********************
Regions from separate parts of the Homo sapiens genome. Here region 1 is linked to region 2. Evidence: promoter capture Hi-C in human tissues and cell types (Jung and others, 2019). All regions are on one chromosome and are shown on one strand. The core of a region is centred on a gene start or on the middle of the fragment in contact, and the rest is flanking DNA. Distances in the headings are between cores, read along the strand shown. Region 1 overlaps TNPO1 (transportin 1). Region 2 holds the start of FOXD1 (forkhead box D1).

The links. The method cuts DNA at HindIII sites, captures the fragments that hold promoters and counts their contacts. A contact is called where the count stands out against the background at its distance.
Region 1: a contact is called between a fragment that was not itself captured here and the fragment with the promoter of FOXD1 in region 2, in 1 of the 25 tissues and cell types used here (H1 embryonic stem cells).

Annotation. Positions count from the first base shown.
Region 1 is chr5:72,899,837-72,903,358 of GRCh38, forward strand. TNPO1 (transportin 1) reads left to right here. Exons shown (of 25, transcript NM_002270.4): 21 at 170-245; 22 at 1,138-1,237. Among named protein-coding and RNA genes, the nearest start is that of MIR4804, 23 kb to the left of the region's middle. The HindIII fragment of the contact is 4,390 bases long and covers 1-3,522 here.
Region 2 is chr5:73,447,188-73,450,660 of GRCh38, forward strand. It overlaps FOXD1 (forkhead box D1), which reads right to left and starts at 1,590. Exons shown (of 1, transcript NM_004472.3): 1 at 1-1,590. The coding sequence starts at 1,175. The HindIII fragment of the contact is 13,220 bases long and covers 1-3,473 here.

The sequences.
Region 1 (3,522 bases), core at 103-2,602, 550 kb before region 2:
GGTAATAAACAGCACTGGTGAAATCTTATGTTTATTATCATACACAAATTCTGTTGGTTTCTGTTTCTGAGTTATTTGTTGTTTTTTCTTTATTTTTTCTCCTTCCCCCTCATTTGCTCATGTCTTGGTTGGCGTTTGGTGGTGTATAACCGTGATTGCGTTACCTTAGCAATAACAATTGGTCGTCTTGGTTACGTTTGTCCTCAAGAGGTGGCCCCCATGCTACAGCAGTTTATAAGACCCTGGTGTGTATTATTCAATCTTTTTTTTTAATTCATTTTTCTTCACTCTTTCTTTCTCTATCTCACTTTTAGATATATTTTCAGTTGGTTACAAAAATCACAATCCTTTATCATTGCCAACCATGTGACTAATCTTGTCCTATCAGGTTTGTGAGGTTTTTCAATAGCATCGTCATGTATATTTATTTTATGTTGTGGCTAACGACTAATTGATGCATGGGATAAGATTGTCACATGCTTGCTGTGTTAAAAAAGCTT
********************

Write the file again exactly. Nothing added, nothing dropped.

Regions from separate parts of the Homo sapiens genome. Here region 1 is linked to region 2. Evidence: promoter capture Hi-C in human tissues and cell types (Jung and others, 2019). All regions are on one chromosome and are shown on one strand. The core of a region is centred on a gene start or on the middle of the fragment in contact, and the rest is flanking DNA. Distances in the headings are between cores, read along the strand shown. Region 1 overlaps TNPO1 (transportin 1). Region 2 holds the start of FOXD1 (forkhead box D1).

The links. The method cuts DNA at HindIII sites, captures the fragments that hold promoters and counts their contacts. A contact is called where the count stands out against the background at its distance.
Region 1: a contact is called between a fragment that was not itself captured here and the fragment with the promoter of FOXD1 in region 2, in 1 of the 25 tissues and cell types used here (H1 embryonic stem cells).

Annotation. Positions count from the first base shown.
Region 1 is chr5:72,899,837-72,903,358 of GRCh38, forward strand. TNPO1 (transportin 1) reads left to right here. Exons shown (of 25, transcript NM_002270.4): 21 at 170-245; 22 at 1,138-1,237. Among named protein-coding and RNA genes, the nearest start is that of MIR4804, 23 kb to the left of the region's middle. The HindIII fragment of the contact is 4,390 bases long and covers 1-3,522 here.
Region 2 is chr5:73,447,188-73,450,660 of GRCh38, forward strand. It overlaps FOXD1 (forkhead box D1), which reads right to left and starts at 1,590. Exons shown (of 1, transcript NM_004472.3): 1 at 1-1,590. The coding sequence starts at 1,175. The HindIII fragment of the contact is 13,220 bases long and covers 1-3,473 here.

The sequences.
Region 1 (3,522 bases), core at 103-2,602, 550 kb before region 2:
GGTAATAAACAGCACTGGTGAAATCTTATGTTTATTATCATACACAAATTCTGTTGGTTTCTGTTTCTGAGTTATTTGTTGTTTTTTCTTTATTTTTTCTCCTTCCCCCTCATTTGCTCATGTCTTGGTTGGCGTTTGGTGGTGTATAACCGTGATTGCGTTACCTTAGCAATAACAATTGGTCGTCTTGGTTACGTTTGTCCTCAAGAGGTGGCCCCCATGCTACAGCAGTTTATAAGACCCTGGTGTGTATTATTCAATCTTTTTTTTTAATTCATTTTTCTTCACTCTTTCTTTCTCTATCTCACTTTTAGATATATTTTCAGTTGGTTACAAAAATCACAATCCTTTATCATTGCCAACCATGTGACTAATCTTGTCCTATCAGGTTTGTGAGGTTTTTCAATAGCATCGTCATGTATATTTATTTTATGTTGTGGCTAACGACTAATTGATGCATGGGATAAGATTGTCACATGCTTGCTGTGTTAAAAAAGCTT